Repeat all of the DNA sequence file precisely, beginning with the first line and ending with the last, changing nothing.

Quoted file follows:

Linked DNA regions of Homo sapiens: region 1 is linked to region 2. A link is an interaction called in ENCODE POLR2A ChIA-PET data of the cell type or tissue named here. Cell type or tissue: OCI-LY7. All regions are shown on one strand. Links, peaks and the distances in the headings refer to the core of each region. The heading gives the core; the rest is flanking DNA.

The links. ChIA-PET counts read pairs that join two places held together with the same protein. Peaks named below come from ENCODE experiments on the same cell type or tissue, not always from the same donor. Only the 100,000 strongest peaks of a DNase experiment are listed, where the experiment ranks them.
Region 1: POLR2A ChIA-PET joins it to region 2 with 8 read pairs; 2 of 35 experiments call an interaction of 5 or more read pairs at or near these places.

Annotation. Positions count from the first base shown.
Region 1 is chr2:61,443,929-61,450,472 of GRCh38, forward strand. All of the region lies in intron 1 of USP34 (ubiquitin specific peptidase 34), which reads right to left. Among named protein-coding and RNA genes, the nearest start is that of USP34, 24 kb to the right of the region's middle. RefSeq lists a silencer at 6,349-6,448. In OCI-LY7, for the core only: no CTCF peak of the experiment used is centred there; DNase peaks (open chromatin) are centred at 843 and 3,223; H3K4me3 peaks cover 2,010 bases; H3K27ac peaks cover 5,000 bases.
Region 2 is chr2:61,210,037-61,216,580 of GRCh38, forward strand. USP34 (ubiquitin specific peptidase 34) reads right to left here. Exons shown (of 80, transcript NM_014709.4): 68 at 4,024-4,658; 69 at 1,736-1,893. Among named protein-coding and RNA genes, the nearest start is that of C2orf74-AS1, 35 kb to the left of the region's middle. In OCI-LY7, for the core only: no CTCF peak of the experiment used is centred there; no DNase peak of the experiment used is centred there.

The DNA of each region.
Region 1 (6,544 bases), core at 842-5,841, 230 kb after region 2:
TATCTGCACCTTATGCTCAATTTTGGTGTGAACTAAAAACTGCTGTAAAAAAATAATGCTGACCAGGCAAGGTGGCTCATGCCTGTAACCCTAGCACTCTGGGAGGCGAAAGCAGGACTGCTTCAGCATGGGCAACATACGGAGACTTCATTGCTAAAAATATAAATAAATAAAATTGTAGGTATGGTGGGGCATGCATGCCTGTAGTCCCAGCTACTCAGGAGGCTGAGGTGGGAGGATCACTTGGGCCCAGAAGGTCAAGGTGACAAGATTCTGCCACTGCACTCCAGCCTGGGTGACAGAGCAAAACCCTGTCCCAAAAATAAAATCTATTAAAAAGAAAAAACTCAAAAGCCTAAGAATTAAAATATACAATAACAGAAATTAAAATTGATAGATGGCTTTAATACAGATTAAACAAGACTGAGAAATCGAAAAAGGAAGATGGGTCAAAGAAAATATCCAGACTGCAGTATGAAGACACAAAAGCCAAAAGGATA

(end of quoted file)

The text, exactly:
Linked DNA regions of Homo sapiens: region 1 is linked to region 2. A link is an interaction called in ENCODE POLR2A ChIA-PET data of the cell type or tissue named here. Cell type or tissue: OCI-LY7. All regions are shown on one strand. Links, peaks and the distances in the headings refer to the core of each region. The heading gives the core; the rest is flanking DNA.

The links. ChIA-PET counts read pairs that join two places held together with the same protein. Peaks named below come from ENCODE experiments on the same cell type or tissue, not always from the same donor. Only the 100,000 strongest peaks of a DNase experiment are listed, where the experiment ranks them.
Region 1: POLR2A ChIA-PET joins it to region 2 with 8 read pairs; 2 of 35 experiments call an interaction of 5 or more read pairs at or near these places.

Annotation. Positions count from the first base shown.
Region 1 is chr2:61,443,929-61,450,472 of GRCh38, forward strand. All of the region lies in intron 1 of USP34 (ubiquitin specific peptidase 34), which reads right to left. Among named protein-coding and RNA genes, the nearest start is that of USP34, 24 kb to the right of the region's middle. RefSeq lists a silencer at 6,349-6,448. In OCI-LY7, for the core only: no CTCF peak of the experiment used is centred there; DNase peaks (open chromatin) are centred at 843 and 3,223; H3K4me3 peaks cover 2,010 bases; H3K27ac peaks cover 5,000 bases.
Region 2 is chr2:61,210,037-61,216,580 of GRCh38, forward strand. USP34 (ubiquitin specific peptidase 34) reads right to left here. Exons shown (of 80, transcript NM_014709.4): 68 at 4,024-4,658; 69 at 1,736-1,893. Among named protein-coding and RNA genes, the nearest start is that of C2orf74-AS1, 35 kb to the left of the region's middle. In OCI-LY7, for the core only: no CTCF peak of the experiment used is centred there; no DNase peak of the experiment used is centred there.

The DNA of each region.
Region 1 (6,544 bases), core at 842-5,841, 230 kb after region 2:
TATCTGCACCTTATGCTCAATTTTGGTGTGAACTAAAAACTGCTGTAAAAAAATAATGCTGACCAGGCAAGGTGGCTCATGCCTGTAACCCTAGCACTCTGGGAGGCGAAAGCAGGACTGCTTCAGCATGGGCAACATACGGAGACTTCATTGCTAAAAATATAAATAAATAAAATTGTAGGTATGGTGGGGCATGCATGCCTGTAGTCCCAGCTACTCAGGAGGCTGAGGTGGGAGGATCACTTGGGCCCAGAAGGTCAAGGTGACAAGATTCTGCCACTGCACTCCAGCCTGGGTGACAGAGCAAAACCCTGTCCCAAAAATAAAATCTATTAAAAAGAAAAAACTCAAAAGCCTAAGAATTAAAATATACAATAACAGAAATTAAAATTGATAGATGGCTTTAATACAGATTAAACAAGACTGAGAAATCGAAAAAGGAAGATGGGTCAAAGAAAATATCCAGACTGCAGTATGAAGACACAAAAGCCAAAAGGATA